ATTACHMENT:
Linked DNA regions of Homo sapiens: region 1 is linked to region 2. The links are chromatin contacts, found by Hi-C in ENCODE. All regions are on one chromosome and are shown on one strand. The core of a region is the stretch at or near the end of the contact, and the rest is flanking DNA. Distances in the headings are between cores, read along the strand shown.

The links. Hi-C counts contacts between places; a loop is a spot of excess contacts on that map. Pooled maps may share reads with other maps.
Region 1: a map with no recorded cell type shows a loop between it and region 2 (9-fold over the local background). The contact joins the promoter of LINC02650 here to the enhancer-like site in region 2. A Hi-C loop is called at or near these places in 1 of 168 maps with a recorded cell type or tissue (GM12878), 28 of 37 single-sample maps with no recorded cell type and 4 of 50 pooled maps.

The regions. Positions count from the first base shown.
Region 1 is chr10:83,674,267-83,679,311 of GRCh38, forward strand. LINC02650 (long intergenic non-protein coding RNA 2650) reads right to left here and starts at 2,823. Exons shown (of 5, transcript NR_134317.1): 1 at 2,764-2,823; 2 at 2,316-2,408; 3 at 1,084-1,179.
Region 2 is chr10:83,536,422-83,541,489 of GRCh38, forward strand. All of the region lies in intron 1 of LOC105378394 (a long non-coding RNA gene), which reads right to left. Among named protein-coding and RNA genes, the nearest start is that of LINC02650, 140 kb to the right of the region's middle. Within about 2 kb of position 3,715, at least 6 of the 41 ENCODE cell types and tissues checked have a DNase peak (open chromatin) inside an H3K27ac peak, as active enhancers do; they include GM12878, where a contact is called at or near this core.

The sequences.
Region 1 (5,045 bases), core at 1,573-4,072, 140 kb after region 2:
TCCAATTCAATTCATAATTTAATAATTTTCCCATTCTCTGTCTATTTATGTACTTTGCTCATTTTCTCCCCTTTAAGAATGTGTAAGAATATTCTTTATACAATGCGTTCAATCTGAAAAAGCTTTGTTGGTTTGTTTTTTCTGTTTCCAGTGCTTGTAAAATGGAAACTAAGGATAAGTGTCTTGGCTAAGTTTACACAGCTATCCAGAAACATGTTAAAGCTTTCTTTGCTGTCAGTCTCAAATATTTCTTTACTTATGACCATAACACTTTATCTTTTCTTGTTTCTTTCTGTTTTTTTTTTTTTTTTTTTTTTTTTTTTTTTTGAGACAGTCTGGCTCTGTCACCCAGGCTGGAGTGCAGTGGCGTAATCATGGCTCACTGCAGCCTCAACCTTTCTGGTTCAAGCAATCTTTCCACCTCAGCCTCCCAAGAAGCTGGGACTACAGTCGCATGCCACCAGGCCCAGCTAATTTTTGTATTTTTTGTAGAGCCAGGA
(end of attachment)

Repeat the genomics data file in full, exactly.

Linked DNA regions of Homo sapiens: region 1 is linked to region 2. The links are chromatin contacts, found by Hi-C in ENCODE. All regions are on one chromosome and are shown on one strand. The core of a region is the stretch at or near the end of the contact, and the rest is flanking DNA. Distances in the headings are between cores, read along the strand shown.

The links. Hi-C counts contacts between places; a loop is a spot of excess contacts on that map. Pooled maps may share reads with other maps.
Region 1: a map with no recorded cell type shows a loop between it and region 2 (9-fold over the local background). The contact joins the promoter of LINC02650 here to the enhancer-like site in region 2. A Hi-C loop is called at or near these places in 1 of 168 maps with a recorded cell type or tissue (GM12878), 28 of 37 single-sample maps with no recorded cell type and 4 of 50 pooled maps.

The regions. Positions count from the first base shown.
Region 1 is chr10:83,674,267-83,679,311 of GRCh38, forward strand. LINC02650 (long intergenic non-protein coding RNA 2650) reads right to left here and starts at 2,823. Exons shown (of 5, transcript NR_134317.1): 1 at 2,764-2,823; 2 at 2,316-2,408; 3 at 1,084-1,179.
Region 2 is chr10:83,536,422-83,541,489 of GRCh38, forward strand. All of the region lies in intron 1 of LOC105378394 (a long non-coding RNA gene), which reads right to left. Among named protein-coding and RNA genes, the nearest start is that of LINC02650, 140 kb to the right of the region's middle. Within about 2 kb of position 3,715, at least 6 of the 41 ENCODE cell types and tissues checked have a DNase peak (open chromatin) inside an H3K27ac peak, as active enhancers do; they include GM12878, where a contact is called at or near this core.

The sequences.
Region 1 (5,045 bases), core at 1,573-4,072, 140 kb after region 2:
TCCAATTCAATTCATAATTTAATAATTTTCCCATTCTCTGTCTATTTATGTACTTTGCTCATTTTCTCCCCTTTAAGAATGTGTAAGAATATTCTTTATACAATGCGTTCAATCTGAAAAAGCTTTGTTGGTTTGTTTTTTCTGTTTCCAGTGCTTGTAAAATGGAAACTAAGGATAAGTGTCTTGGCTAAGTTTACACAGCTATCCAGAAACATGTTAAAGCTTTCTTTGCTGTCAGTCTCAAATATTTCTTTACTTATGACCATAACACTTTATCTTTTCTTGTTTCTTTCTGTTTTTTTTTTTTTTTTTTTTTTTTTTTTTTTTGAGACAGTCTGGCTCTGTCACCCAGGCTGGAGTGCAGTGGCGTAATCATGGCTCACTGCAGCCTCAACCTTTCTGGTTCAAGCAATCTTTCCACCTCAGCCTCCCAAGAAGCTGGGACTACAGTCGCATGCCACCAGGCCCAGCTAATTTTTGTATTTTTTGTAGAGCCAGGA